Sunday, May 30, 2010
I made my own laundry detergent for a while and stopped only because I was unhappy about how grey my white items got. Colored items were fine. It's fast and cheap to make your own, so why not? I'll probably start up again sometime.
G-man got a gallon of Paul Mitchell shampoo for around $20 almost 2 years ago when he happened to be at a community college on the same day their beauty school was having a fire sale on supplies. We'll be using that shampoo for at least another year! I just refill a small bottle every couple of months. I swear that jug o' shampoo is never-ending.
These items are things that I saw in the Cheapskate newsletter bit haven't tried. It's surprising how many things you can make at home, including things like play-doh.
Have you made any of these? What do you think? Do you make anything at home that's not listed here?
6 teaspoons baking soda
1/3 teaspoon salt
4 teaspoons glycerin
15 drops peppermint or wintergreen extract
Mix baking soda, salt, glycerin and mint extract together to form a paste. Store in a container you can get a toothbrush into. Glycerin is available in most pharmacies and health food stores like Sprouts and Whole Foods.
1/4 cup grated Castile soap
1/4 cup hot water
1/2 teaspoon olive oil
2 tablespoons glycerin
5 drops essential oil, any scent (optional for fragrance)
In a small bowl, stir the grated soap into the hot water until dissolved. Add the olive oil, glycerin and essential oil like lavender, peppermint or citrus. Store in an appropriate container with a lid.
1/4 cup sugar
1/4 cup baking yeast
1/2 cup molasses
3"x5" index cards
Mix sugar, yeast and molasses in a small bowl. Spread a thin layer of the mixture on index cards with knife or spatula. Place cards, syrup side up, in areas where ants are a problem. This application is safe and nontoxic.
1 1/2 cups cold water
2 tablespoons corn syrup
1 teaspoon white vinegar
1/2 cup cornstarch
Mix 3/4 cup water, syrup and vinegar in small saucepan. Bring to a rolling boil. In separate small bowl, mix cornstarch and remaining 3/4 cup cold water. Add the cornstarch mixture slowly to the syrup and vinegar mixture. Stir constantly. Let stand overnight before using.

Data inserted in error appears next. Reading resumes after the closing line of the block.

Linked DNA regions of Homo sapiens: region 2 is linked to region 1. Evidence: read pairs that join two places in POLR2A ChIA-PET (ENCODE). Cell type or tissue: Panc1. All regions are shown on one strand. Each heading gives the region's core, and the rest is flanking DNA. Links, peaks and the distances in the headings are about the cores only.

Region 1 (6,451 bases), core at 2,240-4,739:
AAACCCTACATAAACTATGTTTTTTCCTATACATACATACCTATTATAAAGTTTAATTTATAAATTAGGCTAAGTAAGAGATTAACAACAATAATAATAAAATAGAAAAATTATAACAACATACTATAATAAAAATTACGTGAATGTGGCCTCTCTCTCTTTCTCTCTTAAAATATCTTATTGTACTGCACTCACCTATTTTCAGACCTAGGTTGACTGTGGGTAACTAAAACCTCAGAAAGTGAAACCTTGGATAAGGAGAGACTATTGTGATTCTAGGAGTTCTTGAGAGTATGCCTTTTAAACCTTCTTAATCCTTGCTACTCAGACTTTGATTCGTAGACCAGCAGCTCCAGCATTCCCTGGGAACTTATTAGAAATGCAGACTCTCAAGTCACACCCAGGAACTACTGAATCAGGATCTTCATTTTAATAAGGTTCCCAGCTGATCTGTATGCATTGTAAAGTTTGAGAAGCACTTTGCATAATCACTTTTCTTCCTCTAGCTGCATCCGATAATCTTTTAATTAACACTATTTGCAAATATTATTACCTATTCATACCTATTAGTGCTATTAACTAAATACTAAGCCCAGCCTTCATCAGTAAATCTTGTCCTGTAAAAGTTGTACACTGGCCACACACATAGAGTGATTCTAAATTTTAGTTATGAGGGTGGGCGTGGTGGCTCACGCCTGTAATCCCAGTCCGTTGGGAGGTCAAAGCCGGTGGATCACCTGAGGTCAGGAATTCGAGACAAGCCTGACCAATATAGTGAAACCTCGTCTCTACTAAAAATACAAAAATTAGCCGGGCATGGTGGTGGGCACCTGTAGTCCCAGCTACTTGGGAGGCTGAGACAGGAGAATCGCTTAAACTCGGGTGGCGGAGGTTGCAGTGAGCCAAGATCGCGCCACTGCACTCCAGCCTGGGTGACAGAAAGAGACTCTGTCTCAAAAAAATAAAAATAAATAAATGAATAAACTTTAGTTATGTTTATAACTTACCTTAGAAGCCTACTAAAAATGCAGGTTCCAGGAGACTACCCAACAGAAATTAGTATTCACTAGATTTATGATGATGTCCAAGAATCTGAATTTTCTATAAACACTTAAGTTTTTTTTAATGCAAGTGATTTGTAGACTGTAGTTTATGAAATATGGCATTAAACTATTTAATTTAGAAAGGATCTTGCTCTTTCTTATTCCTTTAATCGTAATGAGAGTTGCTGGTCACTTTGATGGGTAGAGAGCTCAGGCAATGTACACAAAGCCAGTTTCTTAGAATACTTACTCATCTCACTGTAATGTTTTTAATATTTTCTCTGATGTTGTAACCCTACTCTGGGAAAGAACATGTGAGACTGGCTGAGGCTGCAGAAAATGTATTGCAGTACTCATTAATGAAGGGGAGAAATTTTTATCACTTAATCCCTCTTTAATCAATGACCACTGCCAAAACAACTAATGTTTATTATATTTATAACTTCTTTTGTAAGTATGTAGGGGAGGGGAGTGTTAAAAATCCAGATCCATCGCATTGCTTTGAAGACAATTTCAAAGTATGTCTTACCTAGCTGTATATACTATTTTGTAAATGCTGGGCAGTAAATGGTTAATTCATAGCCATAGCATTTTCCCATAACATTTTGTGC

Saturday, May 29, 2010
The MTX rear basket from Topeak is the perfect size for shopping and other errands.
Not for the short or big-boned
Pros: Easy to Use, Lightweight
Cons: Too tall
Best Uses: Commuting
Describe Yourself: Casual/ Recreational
I bought this for my commute to work so that I'd have what is essentially a "trunk" for my bike. Having used a bike with a milk crate during all of my college years I was eager for an easy-on, easy-off solution.
I was pleasantly surprised by how light but sturdy this basket is. It weighs very little and is very manageable. It slides on/off the Topeak rack very easily and was simple to attach.
Eager to test out the basket before I committed to my tough uphill ride home from work, I decided that an easy ride to the grocery store would be a good bet. I'm glad I did because it means I'm going to take the basket back.
I'm 5'8" and ride a brand new Giant commuter bike. The front edge of the basket just fit under the seat. My behind, however, is wider than the lower front opening of the basket, making it uncomfortable to sit back on the seat properly. It felt like I was sitting on the edge of the basket.
Unless you're very tall, have a rack that sits back farther, or whippet thin, I wouldn't recommend this basket.
I've battered it, splattered it, crinkled, and relied upon this book so much that it has earned a permanent spot on the kitchen counter.
When in doubt, I whip this book out. It's well-written and includes nutritional info...
...is diverse and nicely organized...
...and has appropriate pictures but way more recipes than pics.
There's a whole section about 5 pages long on possible substitutions. I'm all about switching things up, you know.
The incredible index is something like 20-pages long.
Just check out the section on souffles!
If you ever have the chance to pick up this book, do so. It's a fantastic resource in so many ways. There have been new editions that have come out since this one was published in 2000 but I haven't strayed from this, my first love.
Thursday, May 27, 2010
I started keeping my baking powder in a baggie a year to prevent clumping. Works like a charm.
Voila. Easy measuring, fewer dirty dishes. I even cracked the egg into this for one less dirty dish.
Speaking of eggs, what do you do with your egg shells? Garbage disposal? Compost? Trash bin? Window sill?